[This is a passage I just wrote for a chapter of my current book project, Legal Systems Very Different from Ours. I thought my blog readers might find it of interest.]
People in the past worried about convicting the innocent too. In the early Middle Ages, they had a solution–let God judge. A defendant could be subjected to an ordeal, such as plunging his hand into boiling water, carrying a red hot iron, being dumped bound into water. Various passages in the Bible were interpreted to imply that God would reveal guilt (hand injured or body sank) or innocence (not injured, floated). Since God was omniscient, it was an approach that guaranteed a correct verdict.
The use of ordeals was eventually abandoned on theological grounds. A more careful examination of the biblical passages found little support for it, and it could be viewed as an attempt by humans to compel God to serve them, religiously dubious. In 1215, the fourth Lateran council rejected the religious legitimacy of judicial ordeals and banned priests from participating in them. Over the next few decades most European countries abandoned their use.
That left medieval judicial systems with the problem of finding another way of being certain a defendant was guilty. The solution was to impose a very high standard of proof, evidence “clear as the noonday sun.” Conviction required either two unimpeachable eyewitnesses to the crime or a voluntary confession. Circumstantial evidence, however strong, was insufficient.
In the history of Western culture no legal system has ever made a more valiant effort to perfect its safeguards and thereby to exclude completely the possibility of mistaken conviction. But the Europeans learned in due course the inevitable lesson. They had set the level of safeguard too high. They had constructed a system of proof that could as a practical matter be effective only in cases involving overt crime or repentant criminals. Because society cannot long tolerate a legal system that lacks the capacity to convict unrepentant persons who commit clandestine crimes, something had to be done … .(Langbein 1978)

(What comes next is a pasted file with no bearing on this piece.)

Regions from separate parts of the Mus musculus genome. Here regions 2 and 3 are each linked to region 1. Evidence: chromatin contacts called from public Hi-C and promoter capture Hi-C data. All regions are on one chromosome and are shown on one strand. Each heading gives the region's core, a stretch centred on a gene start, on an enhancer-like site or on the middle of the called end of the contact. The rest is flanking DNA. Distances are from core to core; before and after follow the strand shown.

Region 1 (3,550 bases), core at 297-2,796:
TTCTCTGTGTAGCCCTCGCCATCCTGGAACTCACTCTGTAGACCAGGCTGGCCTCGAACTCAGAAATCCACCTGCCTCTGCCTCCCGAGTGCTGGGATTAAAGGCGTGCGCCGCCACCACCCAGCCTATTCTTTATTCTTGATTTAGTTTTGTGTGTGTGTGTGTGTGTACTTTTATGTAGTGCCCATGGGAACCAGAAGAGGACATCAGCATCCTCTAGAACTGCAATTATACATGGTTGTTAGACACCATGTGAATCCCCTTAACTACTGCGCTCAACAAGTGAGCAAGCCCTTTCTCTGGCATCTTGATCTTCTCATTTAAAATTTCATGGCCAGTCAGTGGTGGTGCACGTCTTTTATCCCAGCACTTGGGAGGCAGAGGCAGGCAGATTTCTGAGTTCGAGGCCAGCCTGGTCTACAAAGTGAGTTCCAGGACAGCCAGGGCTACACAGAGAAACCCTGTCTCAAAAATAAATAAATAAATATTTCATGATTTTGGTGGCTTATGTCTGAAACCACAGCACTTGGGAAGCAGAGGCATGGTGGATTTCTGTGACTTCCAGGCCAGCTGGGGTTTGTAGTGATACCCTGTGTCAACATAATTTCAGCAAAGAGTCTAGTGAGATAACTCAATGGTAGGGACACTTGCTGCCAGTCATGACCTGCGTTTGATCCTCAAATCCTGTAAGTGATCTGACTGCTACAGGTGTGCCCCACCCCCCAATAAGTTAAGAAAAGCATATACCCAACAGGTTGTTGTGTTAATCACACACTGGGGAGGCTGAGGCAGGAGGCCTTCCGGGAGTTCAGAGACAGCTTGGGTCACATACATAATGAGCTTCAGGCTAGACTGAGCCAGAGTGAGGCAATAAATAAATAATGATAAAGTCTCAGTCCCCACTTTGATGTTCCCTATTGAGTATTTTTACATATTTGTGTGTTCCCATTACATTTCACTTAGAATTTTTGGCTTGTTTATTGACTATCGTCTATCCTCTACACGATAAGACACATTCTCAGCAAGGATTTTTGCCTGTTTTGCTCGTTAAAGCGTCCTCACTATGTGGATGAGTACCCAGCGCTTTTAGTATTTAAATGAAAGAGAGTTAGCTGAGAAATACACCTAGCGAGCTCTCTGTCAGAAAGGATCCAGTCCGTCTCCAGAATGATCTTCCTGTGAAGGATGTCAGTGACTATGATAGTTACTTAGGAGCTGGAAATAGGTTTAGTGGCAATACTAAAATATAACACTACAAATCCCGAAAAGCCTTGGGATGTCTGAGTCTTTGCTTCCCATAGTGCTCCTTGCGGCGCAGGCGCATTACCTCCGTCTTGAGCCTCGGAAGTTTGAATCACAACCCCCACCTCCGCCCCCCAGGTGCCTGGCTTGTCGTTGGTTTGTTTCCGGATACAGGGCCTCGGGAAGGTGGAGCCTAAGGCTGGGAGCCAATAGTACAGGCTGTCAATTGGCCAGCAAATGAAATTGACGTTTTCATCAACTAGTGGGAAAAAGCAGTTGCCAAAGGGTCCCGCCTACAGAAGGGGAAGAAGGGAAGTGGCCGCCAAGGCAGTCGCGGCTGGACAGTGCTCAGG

The solution was the law of torture. Once the court had half-proof, one eyewitness or the equivalent in circumstantial evidence, the defendant could be tortured into confessing. A confession under torture was not voluntary, but that problem could be dealt with. Stop the torture and the next day ask the defendant if he is still willing to confess. Since he is now not being tortured, the confession is voluntary. If he doesn’t confess, torture him again.
John Langbein, my source for this account, offers a parallel story in modern law. Two hundred years ago, jury trials were short:
In the Old Bailey in the 1730s we know that the court routinely processed between twelve and twenty jury trials for felony in a single day. A single jury would be impaneled and would hear evidence in numerous unrelated cases before retiring to formulate verdicts in all. Lawyers were not employed in the conduct of ordinary criminal trials, either for the prosecution or the defense. The trial judge called the witnesses (whom the local justice of the peace had bound over to appear), and the proceeding transpired as a relatively unstructured “altercation” between the witnesses and the accused. In the 1790s, when the Americans were constitutionalizing English jury trial, it was still rapid and efficient. “The trial of Hardy for high treason in 1794 was the first that ever lasted more than one day, and the court seriously considered whether it had any power to adjourn… .”
Over the years since, trials have become longer and much more complicated, at least in part to reduce the risk of convicting the wrong person. Patricia Hearst’s trial for bank robbery lasted forty days. That was unusually long, but the average felony jury trial in Los Angeles in 1968 took 7.2 days, more than a hundred times the length of a felony trial in the Old Bailey in the 1730’s. If every felony conviction in the U.S. took that long, felony trials alone would require the full time efforts of more than the total number of judges in the state and federal systems. Also the full time efforts of close to a million jurors, court attendants, and the like. Not impossible, but very expensive.
The American legal system found a less expensive alternative. Like its medieval predecessor, it substituted confession for trial. The medieval confession was motivated by the threat of torture. The modern version, a plea bargain, is motivated by the threat of a much more severe sentence if the defendant insists on a trial and is convicted. Like the medieval version, it preserves the form–every felony defendant has the right to a jury trial, a lawyer, and all the paraphernalia of the modern law of criminal defense–while abandoning the substance. Conviction after a lengthy and careful jury trial is, arguably, evidence of guilt beyond a reasonable doubt. The willingness to accept a sentence of a year, possibly a year already served while awaiting trial, instead of the risk of ten years if convicted is not.
 In the U.S. in 2006, an estimated 1.2 million persons were convicted of a felony. If each of them had had a jury trial of 7.2 days the total would have been 8.6 million trial days. Assuming that courts function five days a week, 52 weeks a year, felony cases alone would have required the full time effort of 33,000 judges. Add in a few more for the trials of defendants who were acquitted. There are about 30,000 judges in the state judicial systems, and another 1,700 in the federal system.